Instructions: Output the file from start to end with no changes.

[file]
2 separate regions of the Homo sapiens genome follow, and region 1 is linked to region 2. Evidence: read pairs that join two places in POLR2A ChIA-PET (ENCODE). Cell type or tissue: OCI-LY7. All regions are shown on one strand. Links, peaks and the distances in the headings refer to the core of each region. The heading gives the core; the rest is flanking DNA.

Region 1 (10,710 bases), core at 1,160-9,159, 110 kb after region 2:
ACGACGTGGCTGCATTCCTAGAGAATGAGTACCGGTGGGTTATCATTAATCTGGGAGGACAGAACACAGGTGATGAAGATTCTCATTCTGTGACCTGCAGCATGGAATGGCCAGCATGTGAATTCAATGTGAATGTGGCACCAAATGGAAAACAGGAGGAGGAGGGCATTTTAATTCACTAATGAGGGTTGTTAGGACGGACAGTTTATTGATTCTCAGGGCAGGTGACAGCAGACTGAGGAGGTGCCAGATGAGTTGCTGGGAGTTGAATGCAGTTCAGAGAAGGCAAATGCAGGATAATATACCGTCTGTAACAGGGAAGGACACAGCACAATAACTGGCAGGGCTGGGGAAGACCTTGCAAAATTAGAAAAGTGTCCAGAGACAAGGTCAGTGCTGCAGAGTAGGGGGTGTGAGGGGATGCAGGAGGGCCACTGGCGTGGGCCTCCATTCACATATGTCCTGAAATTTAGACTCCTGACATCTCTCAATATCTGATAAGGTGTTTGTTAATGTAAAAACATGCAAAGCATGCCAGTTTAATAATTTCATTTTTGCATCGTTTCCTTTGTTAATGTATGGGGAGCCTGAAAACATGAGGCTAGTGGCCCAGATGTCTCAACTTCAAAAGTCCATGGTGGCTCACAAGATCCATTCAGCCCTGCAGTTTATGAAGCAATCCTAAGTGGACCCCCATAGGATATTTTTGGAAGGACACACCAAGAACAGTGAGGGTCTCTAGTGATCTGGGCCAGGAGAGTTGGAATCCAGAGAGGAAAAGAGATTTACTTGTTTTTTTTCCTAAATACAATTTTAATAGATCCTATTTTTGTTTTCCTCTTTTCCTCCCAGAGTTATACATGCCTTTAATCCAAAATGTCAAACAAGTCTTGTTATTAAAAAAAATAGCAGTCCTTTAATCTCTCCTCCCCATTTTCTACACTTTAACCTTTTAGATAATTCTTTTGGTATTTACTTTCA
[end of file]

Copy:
2 separate regions of the Homo sapiens genome follow, and region 1 is linked to region 2. Evidence: read pairs that join two places in POLR2A ChIA-PET (ENCODE). Cell type or tissue: OCI-LY7. All regions are shown on one strand. Links, peaks and the distances in the headings refer to the core of each region. The heading gives the core; the rest is flanking DNA.

Region 1 (10,710 bases), core at 1,160-9,159, 110 kb after region 2:
ACGACGTGGCTGCATTCCTAGAGAATGAGTACCGGTGGGTTATCATTAATCTGGGAGGACAGAACACAGGTGATGAAGATTCTCATTCTGTGACCTGCAGCATGGAATGGCCAGCATGTGAATTCAATGTGAATGTGGCACCAAATGGAAAACAGGAGGAGGAGGGCATTTTAATTCACTAATGAGGGTTGTTAGGACGGACAGTTTATTGATTCTCAGGGCAGGTGACAGCAGACTGAGGAGGTGCCAGATGAGTTGCTGGGAGTTGAATGCAGTTCAGAGAAGGCAAATGCAGGATAATATACCGTCTGTAACAGGGAAGGACACAGCACAATAACTGGCAGGGCTGGGGAAGACCTTGCAAAATTAGAAAAGTGTCCAGAGACAAGGTCAGTGCTGCAGAGTAGGGGGTGTGAGGGGATGCAGGAGGGCCACTGGCGTGGGCCTCCATTCACATATGTCCTGAAATTTAGACTCCTGACATCTCTCAATATCTGATAAGGTGTTTGTTAATGTAAAAACATGCAAAGCATGCCAGTTTAATAATTTCATTTTTGCATCGTTTCCTTTGTTAATGTATGGGGAGCCTGAAAACATGAGGCTAGTGGCCCAGATGTCTCAACTTCAAAAGTCCATGGTGGCTCACAAGATCCATTCAGCCCTGCAGTTTATGAAGCAATCCTAAGTGGACCCCCATAGGATATTTTTGGAAGGACACACCAAGAACAGTGAGGGTCTCTAGTGATCTGGGCCAGGAGAGTTGGAATCCAGAGAGGAAAAGAGATTTACTTGTTTTTTTTCCTAAATACAATTTTAATAGATCCTATTTTTGTTTTCCTCTTTTCCTCCCAGAGTTATACATGCCTTTAATCCAAAATGTCAAACAAGTCTTGTTATTAAAAAAAATAGCAGTCCTTTAATCTCTCCTCCCCATTTTCTACACTTTAACCTTTTAGATAATTCTTTTGGTATTTACTTTCA